My second thought was: ask Google. So I search online and came up with a few online services and one piece of software:

LegalZoom: These folks cover pretty much all the major important legal document filing processes. And while they don’t offer legal advice, they do a fair amount of hand-holding.

US Legal Forms: More of a legal form repository than a legal helper, they seem to have every form under the sun. But their hands-off approach means that for the most part, you’re on your own in filing.

Quicken Willmaker Plus: Desktop software updated by NOLO, another DIY legal help site. The software claims to use a similar interview-style format to TurboTax to make filling out the forms easier.

Unwilling to decide

Deciding between these options is effectively impossible.

US Legal Forms is by far the cheapest, running $34.99 for Will, Living Will, and Power of Attorney combo. LegalZoom starts at $69 and goes all the way up to $149. Willmaker Plus is a solid $54.99.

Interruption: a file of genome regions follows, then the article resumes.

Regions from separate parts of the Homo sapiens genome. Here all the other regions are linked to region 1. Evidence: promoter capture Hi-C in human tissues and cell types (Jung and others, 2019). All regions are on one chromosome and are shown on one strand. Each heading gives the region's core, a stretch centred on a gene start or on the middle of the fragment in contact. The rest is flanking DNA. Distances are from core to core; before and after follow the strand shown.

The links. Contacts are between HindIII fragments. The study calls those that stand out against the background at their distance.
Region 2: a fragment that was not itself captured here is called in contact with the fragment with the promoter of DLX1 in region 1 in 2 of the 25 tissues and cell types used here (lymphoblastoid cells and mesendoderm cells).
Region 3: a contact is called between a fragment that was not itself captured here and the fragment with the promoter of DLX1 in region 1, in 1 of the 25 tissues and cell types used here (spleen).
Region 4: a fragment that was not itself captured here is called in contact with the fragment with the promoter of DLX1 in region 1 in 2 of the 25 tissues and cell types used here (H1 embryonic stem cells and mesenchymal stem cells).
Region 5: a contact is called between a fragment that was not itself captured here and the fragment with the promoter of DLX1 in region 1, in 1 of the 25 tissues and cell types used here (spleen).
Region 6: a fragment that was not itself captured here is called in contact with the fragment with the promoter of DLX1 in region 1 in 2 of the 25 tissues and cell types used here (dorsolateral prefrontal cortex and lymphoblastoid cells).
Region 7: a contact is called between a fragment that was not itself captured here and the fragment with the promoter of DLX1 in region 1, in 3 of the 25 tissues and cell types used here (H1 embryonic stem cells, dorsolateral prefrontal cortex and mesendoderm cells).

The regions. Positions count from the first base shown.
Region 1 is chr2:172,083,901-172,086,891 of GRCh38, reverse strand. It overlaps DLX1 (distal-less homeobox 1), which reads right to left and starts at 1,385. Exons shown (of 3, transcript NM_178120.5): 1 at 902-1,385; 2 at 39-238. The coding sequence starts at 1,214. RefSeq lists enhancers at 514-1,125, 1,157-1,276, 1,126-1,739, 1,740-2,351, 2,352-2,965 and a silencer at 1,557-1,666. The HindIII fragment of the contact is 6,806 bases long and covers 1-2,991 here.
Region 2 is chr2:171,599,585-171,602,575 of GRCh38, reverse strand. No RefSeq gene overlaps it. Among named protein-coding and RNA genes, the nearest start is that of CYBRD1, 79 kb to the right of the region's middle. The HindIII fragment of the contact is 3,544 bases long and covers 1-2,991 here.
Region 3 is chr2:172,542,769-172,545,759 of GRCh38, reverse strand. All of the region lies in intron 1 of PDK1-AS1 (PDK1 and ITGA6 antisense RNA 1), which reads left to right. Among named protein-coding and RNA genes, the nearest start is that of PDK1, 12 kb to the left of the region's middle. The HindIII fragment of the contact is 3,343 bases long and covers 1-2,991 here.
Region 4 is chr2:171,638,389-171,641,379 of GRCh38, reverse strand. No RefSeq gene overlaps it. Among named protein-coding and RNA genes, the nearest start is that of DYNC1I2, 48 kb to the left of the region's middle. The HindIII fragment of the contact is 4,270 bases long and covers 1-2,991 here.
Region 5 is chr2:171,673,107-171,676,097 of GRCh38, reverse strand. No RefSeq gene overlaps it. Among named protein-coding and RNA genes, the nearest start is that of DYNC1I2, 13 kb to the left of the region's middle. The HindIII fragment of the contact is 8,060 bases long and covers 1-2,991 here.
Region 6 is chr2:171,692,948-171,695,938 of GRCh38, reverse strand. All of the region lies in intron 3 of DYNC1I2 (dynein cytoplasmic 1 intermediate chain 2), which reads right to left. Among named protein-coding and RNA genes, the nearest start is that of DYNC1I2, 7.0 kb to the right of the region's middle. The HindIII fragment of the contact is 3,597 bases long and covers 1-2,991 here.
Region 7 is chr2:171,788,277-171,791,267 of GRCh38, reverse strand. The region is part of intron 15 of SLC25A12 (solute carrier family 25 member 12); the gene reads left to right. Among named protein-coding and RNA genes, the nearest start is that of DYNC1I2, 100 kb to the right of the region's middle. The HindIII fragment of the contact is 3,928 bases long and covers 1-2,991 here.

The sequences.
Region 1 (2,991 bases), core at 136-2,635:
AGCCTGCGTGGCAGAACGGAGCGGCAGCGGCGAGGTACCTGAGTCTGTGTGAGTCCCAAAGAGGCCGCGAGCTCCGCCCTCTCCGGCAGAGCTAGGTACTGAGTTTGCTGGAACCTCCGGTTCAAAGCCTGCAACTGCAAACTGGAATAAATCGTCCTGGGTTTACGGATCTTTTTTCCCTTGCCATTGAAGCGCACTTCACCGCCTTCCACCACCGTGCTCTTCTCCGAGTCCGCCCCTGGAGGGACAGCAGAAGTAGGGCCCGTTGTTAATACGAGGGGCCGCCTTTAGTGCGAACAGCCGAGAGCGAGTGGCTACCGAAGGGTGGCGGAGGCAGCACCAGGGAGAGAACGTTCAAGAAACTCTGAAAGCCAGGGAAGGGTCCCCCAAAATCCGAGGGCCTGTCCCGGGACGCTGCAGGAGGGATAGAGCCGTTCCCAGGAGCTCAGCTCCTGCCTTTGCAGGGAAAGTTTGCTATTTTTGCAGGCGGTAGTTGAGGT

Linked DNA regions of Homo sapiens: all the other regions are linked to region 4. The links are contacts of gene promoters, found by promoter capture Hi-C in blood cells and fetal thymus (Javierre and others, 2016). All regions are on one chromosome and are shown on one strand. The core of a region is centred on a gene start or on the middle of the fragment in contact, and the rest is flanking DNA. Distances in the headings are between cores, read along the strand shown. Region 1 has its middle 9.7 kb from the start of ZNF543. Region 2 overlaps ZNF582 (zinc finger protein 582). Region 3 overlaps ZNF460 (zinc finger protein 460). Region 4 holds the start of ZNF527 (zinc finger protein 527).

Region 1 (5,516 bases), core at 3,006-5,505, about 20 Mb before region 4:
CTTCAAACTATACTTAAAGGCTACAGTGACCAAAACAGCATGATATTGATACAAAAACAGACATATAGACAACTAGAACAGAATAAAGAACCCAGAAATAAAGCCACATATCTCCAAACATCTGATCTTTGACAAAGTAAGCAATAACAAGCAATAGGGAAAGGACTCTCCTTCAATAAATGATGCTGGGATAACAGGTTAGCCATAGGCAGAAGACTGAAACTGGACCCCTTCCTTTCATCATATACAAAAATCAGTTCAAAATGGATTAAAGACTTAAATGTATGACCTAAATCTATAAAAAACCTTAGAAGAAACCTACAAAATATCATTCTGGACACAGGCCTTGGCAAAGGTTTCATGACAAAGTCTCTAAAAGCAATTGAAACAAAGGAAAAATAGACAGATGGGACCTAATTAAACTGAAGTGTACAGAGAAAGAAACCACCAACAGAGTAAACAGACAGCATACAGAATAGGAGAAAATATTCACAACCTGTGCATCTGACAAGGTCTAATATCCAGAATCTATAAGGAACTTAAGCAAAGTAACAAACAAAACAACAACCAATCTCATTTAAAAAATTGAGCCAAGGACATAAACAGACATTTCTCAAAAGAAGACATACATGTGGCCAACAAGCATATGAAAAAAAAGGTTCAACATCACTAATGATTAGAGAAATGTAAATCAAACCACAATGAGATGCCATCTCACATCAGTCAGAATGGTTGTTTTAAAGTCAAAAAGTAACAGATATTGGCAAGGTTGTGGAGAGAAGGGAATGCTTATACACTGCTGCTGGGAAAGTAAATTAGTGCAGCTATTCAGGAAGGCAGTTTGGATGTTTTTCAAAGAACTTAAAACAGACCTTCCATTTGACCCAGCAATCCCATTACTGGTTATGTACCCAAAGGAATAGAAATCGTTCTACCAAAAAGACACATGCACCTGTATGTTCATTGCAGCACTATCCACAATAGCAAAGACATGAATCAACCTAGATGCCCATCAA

But it’s not just the cost, it’s the services. Do I want hand-holding or or not? How much hand-holding is important to me? And is it worth the money?

And there’s a third option: completely DIY. I could get the forms myself and do it all on my own.

Or could I? I found one site that says that Oregon (the state I live in) doesn’t have free, downloadable forms while another one actually offered a PDF download of those forms.

It gets worse. I looked for advice on how to go about it, and found no convincing evidence either way. One site says that LegalZoom isn’t worth the risk, but it’s written by a law firm, so its bias make it a little questionable. Another high search result about the topic is actually hosted by LegalZoom. No one seems to have anything to say about US Legal Forms one way or the other.

So I’ll admit it: I’m stuck. When faced with a hard decision that’s not urgent, and that requires a wide range of possible monetary costs, progress becomes intractable.